When scientists tell us that all life on Earth evolved from amino acids and the like, building blocks of life brewed in the primeval soup of life at the dawn of time, we sort of believe them, and when they tell us that Darwin’s theory of evolution is irrefutable, we sort of believe them, but when they tell us we’re monkeys, that’s when we get our backs up. If we’re intelligent, it’s because God made us that way, and that’s all there is to it.

Nonetheless, it gets harder and harder to refute the evidence that our ancestors had started prancing around on two feet as recently as 7 million years ago. As we became bipedal, and with the Sahara pump working away, we prospered in the African Rift Valleys where environmental conditions were ideal. We spent a lot of time in the water in order to protect ourselves from predators and lost most of our hair in the process. However, we found it impossible to compete with the big predators roaming the grasslands, and we certainly weren’t able to get at the carcasses until they had finished with them. To be sure, we were at the bottom of the totem pole when it came to living off the grasslands. Nonetheless, in time, we got our courage up and invested the killing fields in order to glean a few morsels from the leftovers, and we obviously found nothing but bones. Understandably, we didn’t know what to do with them, but since we were last on the scene and had all the time in the world to experiment, we eventually cracked one open. The precious bone marrow we found was avidly consumed, and when added to the rich and plentiful sea food already at our disposition in the shallow waters, we evolved in a spectacular way. By spending less time foraging for food, we had more time to ‘think’.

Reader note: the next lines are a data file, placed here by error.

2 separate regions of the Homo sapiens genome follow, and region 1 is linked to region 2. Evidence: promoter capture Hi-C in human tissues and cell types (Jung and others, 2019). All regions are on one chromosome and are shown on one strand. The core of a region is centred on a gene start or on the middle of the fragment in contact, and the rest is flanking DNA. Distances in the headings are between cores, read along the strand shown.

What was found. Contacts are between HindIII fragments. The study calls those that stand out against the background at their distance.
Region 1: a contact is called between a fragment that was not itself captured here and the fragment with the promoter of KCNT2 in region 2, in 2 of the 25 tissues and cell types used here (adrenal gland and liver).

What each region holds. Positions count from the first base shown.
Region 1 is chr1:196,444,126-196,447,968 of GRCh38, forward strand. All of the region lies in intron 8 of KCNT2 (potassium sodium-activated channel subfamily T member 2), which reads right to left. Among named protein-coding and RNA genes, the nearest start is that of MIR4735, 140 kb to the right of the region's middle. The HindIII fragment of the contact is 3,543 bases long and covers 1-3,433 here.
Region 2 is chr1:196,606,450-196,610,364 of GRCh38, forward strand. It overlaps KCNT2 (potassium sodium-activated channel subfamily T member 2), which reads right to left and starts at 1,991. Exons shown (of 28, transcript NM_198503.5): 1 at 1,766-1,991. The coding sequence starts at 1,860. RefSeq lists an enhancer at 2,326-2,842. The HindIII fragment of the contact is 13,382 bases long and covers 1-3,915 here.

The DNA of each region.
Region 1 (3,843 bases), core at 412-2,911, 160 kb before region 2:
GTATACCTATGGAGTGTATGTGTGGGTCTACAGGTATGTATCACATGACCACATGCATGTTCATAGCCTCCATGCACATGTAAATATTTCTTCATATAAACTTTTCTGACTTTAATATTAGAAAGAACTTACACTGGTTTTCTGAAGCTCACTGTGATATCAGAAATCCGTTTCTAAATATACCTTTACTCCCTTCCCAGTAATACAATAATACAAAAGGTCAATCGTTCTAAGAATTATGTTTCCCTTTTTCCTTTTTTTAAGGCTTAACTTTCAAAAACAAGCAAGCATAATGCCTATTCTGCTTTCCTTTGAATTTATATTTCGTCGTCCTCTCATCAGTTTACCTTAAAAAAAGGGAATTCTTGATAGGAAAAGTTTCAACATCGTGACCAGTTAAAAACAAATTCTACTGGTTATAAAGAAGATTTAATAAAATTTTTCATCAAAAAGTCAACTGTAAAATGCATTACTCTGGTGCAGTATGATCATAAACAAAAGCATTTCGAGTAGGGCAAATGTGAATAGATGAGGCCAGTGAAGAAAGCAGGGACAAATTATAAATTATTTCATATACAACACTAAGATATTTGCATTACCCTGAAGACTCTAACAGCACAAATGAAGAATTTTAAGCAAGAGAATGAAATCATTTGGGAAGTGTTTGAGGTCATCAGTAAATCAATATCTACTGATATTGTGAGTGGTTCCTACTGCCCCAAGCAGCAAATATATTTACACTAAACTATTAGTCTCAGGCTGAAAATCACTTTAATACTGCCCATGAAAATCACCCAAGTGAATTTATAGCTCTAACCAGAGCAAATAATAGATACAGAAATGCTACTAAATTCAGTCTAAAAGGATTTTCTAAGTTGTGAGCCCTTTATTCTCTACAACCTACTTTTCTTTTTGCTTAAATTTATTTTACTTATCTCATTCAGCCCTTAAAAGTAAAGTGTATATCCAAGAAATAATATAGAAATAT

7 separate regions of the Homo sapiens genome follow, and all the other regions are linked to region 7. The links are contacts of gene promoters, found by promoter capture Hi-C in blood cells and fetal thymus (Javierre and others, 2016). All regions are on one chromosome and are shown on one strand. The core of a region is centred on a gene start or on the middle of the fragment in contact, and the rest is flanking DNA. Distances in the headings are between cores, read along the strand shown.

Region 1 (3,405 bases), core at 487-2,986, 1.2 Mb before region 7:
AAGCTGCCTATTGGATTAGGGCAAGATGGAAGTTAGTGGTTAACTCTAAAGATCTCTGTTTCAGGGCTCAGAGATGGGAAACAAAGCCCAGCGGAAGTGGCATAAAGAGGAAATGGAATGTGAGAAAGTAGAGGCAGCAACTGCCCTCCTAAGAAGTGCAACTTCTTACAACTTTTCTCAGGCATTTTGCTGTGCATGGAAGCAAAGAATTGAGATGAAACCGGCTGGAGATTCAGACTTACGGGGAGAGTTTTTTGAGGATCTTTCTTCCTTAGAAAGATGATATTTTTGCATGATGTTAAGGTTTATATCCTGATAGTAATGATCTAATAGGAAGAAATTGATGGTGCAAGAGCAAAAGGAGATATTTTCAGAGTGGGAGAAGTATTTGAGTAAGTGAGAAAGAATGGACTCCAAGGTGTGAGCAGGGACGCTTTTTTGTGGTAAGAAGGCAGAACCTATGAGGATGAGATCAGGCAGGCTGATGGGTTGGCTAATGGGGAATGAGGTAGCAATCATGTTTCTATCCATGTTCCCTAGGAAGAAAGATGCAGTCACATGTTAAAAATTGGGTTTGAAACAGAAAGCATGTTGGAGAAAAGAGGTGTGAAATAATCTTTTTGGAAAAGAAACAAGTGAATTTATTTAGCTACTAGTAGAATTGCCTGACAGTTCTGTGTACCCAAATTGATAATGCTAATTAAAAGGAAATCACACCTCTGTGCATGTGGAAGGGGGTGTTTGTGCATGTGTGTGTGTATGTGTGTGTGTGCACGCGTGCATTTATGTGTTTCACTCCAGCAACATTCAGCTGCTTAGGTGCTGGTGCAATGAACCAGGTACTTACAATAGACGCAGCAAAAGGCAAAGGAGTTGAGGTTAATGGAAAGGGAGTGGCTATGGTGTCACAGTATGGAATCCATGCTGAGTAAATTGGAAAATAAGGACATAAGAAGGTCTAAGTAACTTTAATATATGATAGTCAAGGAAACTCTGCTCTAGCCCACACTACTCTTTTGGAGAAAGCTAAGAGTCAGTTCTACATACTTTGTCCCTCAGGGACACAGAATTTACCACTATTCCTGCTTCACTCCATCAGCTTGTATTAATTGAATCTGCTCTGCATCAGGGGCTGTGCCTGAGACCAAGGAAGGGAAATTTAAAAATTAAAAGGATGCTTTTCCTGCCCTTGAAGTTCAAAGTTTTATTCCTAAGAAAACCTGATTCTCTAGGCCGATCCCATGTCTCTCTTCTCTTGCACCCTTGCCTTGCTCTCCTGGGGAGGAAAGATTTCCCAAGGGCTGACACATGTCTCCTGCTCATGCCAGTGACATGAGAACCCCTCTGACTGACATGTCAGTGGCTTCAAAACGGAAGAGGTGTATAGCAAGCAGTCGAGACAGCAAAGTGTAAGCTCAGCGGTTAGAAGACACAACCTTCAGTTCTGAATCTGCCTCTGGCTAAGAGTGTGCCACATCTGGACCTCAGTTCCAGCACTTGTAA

Since our brain was rapidly increasing in size along with the rest of our body, there was outward pressure on the cranium, and, in time, our facial features slowly morphed into what they are today. As the neocortex grew exponentially and grafted itself upon our reptilian and limbic brains, it caused an explosion of cerebral activity, and we became the thinking, talking, problem-solving emotional beings we are today.

As of that moment, we traveled in an existential world different from the other primates. But the line that forever set us apart from our wild cousins was drawn in the sand when we grasped the notion of death. After witnessing the death of a loved one, not grasping why our parent or companion was no longer communicating with us, or why his or her body was decomposing, we were probably overcome with deep emotional distress. Our feelings and our need to understand surely made something snap in our brain. That was the day we broke the time barrier, the day we realized that we too would die.